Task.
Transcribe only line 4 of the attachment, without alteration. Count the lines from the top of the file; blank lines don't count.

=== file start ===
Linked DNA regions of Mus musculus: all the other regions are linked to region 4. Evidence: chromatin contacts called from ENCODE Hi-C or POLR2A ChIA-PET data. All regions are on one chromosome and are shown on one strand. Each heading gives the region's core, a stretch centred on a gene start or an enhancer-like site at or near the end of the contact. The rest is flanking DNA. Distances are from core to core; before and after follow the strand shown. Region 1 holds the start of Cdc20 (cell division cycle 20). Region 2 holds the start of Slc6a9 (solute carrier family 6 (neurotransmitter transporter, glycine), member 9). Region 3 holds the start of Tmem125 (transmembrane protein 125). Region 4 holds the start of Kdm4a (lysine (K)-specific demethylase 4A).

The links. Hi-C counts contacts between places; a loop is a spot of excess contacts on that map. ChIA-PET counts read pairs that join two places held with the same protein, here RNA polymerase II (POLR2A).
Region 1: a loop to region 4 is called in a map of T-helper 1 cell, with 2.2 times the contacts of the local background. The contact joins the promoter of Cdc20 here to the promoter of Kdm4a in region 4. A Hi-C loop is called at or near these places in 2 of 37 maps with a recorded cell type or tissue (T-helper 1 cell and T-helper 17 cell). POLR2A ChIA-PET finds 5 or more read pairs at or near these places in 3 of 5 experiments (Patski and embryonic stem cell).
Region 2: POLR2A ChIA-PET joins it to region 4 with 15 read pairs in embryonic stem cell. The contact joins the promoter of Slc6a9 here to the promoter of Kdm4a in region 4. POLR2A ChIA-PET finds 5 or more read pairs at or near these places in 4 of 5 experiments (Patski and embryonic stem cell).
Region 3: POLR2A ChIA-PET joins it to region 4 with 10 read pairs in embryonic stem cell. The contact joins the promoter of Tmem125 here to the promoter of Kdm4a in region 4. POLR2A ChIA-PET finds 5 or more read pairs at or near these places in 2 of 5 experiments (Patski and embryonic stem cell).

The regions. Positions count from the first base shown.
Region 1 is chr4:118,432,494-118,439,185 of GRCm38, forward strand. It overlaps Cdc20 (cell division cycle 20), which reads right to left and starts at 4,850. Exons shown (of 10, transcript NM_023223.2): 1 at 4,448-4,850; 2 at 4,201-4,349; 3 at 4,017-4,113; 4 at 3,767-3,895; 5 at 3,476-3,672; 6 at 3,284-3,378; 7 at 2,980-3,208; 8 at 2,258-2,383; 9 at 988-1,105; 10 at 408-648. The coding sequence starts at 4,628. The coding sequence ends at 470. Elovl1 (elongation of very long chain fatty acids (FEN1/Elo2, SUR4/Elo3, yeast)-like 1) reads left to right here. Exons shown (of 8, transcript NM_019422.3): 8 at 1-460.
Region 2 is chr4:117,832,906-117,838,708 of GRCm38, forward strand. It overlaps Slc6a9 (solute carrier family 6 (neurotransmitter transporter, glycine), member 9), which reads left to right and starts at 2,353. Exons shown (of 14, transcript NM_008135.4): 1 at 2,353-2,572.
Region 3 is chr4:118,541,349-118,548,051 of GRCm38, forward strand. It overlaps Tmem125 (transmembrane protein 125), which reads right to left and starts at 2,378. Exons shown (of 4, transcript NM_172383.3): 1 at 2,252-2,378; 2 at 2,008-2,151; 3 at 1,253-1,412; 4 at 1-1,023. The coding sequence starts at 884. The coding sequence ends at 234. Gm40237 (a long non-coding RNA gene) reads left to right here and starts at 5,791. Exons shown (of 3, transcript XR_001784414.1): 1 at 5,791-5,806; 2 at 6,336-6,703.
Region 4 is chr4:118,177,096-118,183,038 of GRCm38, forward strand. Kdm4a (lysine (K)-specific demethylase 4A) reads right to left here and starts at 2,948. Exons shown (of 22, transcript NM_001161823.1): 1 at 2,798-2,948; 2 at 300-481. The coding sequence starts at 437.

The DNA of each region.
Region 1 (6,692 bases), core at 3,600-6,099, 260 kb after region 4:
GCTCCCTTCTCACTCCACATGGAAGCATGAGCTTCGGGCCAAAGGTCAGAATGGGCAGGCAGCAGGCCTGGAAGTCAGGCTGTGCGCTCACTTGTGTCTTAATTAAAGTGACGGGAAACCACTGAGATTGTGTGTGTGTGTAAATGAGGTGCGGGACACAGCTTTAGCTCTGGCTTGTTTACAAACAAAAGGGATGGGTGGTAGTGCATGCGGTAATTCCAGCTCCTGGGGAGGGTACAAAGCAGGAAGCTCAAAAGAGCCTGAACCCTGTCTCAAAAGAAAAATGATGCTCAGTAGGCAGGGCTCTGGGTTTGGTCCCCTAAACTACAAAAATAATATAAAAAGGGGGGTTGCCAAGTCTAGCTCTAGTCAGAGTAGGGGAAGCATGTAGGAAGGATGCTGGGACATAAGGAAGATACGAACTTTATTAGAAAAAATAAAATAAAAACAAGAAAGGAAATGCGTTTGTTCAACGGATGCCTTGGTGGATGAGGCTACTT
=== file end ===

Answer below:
Region 2: POLR2A ChIA-PET joins it to region 4 with 15 read pairs in embryonic stem cell. The contact joins the promoter of Slc6a9 here to the promoter of Kdm4a in region 4. POLR2A ChIA-PET finds 5 or more read pairs at or near these places in 4 of 5 experiments (Patski and embryonic stem cell).